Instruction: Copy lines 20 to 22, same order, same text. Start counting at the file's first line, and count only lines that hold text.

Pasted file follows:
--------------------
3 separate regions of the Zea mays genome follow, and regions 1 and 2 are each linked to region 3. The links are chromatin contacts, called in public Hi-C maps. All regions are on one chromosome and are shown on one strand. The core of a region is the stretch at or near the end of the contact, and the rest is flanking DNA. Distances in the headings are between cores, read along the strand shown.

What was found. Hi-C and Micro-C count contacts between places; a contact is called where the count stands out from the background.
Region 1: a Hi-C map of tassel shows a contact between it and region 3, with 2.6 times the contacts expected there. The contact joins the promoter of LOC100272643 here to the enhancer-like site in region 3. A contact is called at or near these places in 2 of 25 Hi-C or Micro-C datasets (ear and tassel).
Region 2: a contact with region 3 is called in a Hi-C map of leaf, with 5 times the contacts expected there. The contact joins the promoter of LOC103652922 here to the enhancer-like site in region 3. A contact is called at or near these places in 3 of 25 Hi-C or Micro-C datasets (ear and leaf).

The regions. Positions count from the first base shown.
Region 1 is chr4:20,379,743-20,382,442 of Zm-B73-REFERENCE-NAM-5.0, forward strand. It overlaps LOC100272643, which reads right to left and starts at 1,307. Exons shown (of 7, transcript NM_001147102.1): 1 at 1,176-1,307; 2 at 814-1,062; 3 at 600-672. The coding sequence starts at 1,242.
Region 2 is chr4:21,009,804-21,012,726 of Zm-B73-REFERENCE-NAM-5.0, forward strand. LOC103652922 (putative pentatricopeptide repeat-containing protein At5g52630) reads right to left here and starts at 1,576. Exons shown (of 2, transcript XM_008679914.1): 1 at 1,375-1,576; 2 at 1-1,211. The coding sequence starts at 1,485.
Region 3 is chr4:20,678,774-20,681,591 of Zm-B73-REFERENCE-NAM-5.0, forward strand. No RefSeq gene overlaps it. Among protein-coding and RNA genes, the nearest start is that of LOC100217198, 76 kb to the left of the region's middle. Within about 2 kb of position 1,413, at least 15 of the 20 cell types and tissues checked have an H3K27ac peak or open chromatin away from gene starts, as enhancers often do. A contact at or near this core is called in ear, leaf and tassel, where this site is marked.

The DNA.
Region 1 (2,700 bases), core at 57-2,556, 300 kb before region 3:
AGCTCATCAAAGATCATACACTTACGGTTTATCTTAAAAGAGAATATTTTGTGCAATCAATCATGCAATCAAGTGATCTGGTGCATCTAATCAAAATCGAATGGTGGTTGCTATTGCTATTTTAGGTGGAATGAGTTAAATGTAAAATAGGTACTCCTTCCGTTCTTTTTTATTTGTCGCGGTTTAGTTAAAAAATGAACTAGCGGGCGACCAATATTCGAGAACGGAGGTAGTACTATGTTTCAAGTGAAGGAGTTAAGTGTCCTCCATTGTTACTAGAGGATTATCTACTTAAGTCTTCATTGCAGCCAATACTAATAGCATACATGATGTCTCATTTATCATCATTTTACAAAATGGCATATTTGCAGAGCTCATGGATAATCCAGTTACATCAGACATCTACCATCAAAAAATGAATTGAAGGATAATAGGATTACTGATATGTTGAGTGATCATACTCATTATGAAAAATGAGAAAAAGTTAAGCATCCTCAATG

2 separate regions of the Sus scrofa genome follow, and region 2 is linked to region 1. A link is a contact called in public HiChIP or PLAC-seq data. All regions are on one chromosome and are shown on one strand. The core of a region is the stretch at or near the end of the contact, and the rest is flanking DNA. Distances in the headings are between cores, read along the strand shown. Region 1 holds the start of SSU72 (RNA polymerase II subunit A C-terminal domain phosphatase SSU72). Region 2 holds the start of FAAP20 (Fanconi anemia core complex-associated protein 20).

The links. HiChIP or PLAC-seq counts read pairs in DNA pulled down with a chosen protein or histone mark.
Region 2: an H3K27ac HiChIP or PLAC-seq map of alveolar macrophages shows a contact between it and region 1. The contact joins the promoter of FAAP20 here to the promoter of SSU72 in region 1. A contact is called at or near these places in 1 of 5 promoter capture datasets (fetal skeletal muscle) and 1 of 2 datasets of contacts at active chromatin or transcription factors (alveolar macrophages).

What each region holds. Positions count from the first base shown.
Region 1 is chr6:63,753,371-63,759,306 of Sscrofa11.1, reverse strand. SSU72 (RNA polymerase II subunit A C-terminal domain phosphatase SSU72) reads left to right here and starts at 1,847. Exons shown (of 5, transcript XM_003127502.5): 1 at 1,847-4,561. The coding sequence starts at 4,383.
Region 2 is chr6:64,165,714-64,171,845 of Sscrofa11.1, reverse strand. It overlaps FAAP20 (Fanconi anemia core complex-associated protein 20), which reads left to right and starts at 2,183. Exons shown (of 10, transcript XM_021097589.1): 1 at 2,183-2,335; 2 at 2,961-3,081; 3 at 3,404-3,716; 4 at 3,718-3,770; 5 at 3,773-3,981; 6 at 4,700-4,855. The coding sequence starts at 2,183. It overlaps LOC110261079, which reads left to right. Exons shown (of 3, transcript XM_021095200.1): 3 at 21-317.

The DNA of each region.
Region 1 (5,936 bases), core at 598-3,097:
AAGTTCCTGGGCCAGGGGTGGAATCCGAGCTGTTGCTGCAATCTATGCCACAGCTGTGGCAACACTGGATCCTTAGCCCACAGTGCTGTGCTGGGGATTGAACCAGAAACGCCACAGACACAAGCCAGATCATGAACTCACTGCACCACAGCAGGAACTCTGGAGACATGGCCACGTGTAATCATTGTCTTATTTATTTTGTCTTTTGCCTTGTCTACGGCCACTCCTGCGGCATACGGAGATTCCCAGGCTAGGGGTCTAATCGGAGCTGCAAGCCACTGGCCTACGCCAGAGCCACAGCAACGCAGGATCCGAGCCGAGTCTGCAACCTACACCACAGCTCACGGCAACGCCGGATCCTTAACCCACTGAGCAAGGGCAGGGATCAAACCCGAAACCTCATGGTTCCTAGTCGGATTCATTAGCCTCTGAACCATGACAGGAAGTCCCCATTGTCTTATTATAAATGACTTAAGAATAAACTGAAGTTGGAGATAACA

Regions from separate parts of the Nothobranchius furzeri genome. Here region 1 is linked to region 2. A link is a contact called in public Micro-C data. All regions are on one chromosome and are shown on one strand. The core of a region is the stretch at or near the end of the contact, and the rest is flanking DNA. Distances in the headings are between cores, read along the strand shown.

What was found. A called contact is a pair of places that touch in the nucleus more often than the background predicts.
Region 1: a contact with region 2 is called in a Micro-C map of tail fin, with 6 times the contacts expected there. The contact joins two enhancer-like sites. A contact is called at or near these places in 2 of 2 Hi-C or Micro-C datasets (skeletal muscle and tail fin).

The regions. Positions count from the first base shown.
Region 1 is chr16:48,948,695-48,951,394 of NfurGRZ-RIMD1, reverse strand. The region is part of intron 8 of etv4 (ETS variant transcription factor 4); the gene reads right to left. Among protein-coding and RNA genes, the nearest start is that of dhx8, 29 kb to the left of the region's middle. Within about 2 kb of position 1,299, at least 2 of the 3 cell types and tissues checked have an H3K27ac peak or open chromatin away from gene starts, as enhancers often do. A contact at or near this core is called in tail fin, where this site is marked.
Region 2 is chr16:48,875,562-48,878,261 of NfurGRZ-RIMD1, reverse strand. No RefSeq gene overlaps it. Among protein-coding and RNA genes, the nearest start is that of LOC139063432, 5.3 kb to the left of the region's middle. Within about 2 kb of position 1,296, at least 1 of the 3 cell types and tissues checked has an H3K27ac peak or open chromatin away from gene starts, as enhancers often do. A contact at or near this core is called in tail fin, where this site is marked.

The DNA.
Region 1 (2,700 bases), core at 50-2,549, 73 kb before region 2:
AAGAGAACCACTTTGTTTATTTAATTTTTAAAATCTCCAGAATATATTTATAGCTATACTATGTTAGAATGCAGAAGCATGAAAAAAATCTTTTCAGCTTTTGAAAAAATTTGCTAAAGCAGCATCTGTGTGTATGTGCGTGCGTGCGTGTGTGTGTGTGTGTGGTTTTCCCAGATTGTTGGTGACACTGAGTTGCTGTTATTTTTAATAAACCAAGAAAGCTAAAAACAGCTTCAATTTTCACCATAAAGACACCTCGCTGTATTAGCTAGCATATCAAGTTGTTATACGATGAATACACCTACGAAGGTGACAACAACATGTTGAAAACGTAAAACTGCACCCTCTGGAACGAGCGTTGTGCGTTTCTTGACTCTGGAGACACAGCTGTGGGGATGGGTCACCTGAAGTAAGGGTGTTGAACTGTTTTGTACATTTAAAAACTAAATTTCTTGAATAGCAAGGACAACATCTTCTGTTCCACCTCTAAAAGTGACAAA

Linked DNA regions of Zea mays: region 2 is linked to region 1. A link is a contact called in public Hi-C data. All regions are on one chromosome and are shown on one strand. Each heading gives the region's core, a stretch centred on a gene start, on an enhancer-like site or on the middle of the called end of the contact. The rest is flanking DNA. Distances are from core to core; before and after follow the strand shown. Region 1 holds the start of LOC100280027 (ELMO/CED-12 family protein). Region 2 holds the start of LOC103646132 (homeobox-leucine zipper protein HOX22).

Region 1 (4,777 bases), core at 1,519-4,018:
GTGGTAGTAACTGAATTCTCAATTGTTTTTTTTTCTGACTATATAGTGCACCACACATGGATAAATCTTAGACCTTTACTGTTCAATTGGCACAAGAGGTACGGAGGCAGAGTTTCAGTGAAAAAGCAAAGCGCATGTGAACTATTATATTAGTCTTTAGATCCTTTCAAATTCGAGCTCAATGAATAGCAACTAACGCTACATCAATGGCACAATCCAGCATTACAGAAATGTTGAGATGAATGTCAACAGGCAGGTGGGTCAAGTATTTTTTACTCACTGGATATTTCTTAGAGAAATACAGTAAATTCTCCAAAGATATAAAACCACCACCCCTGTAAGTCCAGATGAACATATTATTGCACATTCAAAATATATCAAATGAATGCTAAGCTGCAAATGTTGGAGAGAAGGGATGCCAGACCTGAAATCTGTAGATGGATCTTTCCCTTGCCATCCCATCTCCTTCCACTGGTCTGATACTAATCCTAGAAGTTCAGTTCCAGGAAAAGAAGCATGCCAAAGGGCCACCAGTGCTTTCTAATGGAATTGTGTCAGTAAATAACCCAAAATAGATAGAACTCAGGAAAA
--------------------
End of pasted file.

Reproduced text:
AAGTTCCTGGGCCAGGGGTGGAATCCGAGCTGTTGCTGCAATCTATGCCACAGCTGTGGCAACACTGGATCCTTAGCCCACAGTGCTGTGCTGGGGATTGAACCAGAAACGCCACAGACACAAGCCAGATCATGAACTCACTGCACCACAGCAGGAACTCTGGAGACATGGCCACGTGTAATCATTGTCTTATTTATTTTGTCTTTTGCCTTGTCTACGGCCACTCCTGCGGCATACGGAGATTCCCAGGCTAGGGGTCTAATCGGAGCTGCAAGCCACTGGCCTACGCCAGAGCCACAGCAACGCAGGATCCGAGCCGAGTCTGCAACCTACACCACAGCTCACGGCAACGCCGGATCCTTAACCCACTGAGCAAGGGCAGGGATCAAACCCGAAACCTCATGGTTCCTAGTCGGATTCATTAGCCTCTGAACCATGACAGGAAGTCCCCATTGTCTTATTATAAATGACTTAAGAATAAACTGAAGTTGGAGATAACA

Regions from separate parts of the Nothobranchius furzeri genome. Here region 1 is linked to region 2. A link is a contact called in public Micro-C data. All regions are on one chromosome and are shown on one strand. The core of a region is the stretch at or near the end of the contact, and the rest is flanking DNA. Distances in the headings are between cores, read along the strand shown.

What was found. A called contact is a pair of places that touch in the nucleus more often than the background predicts.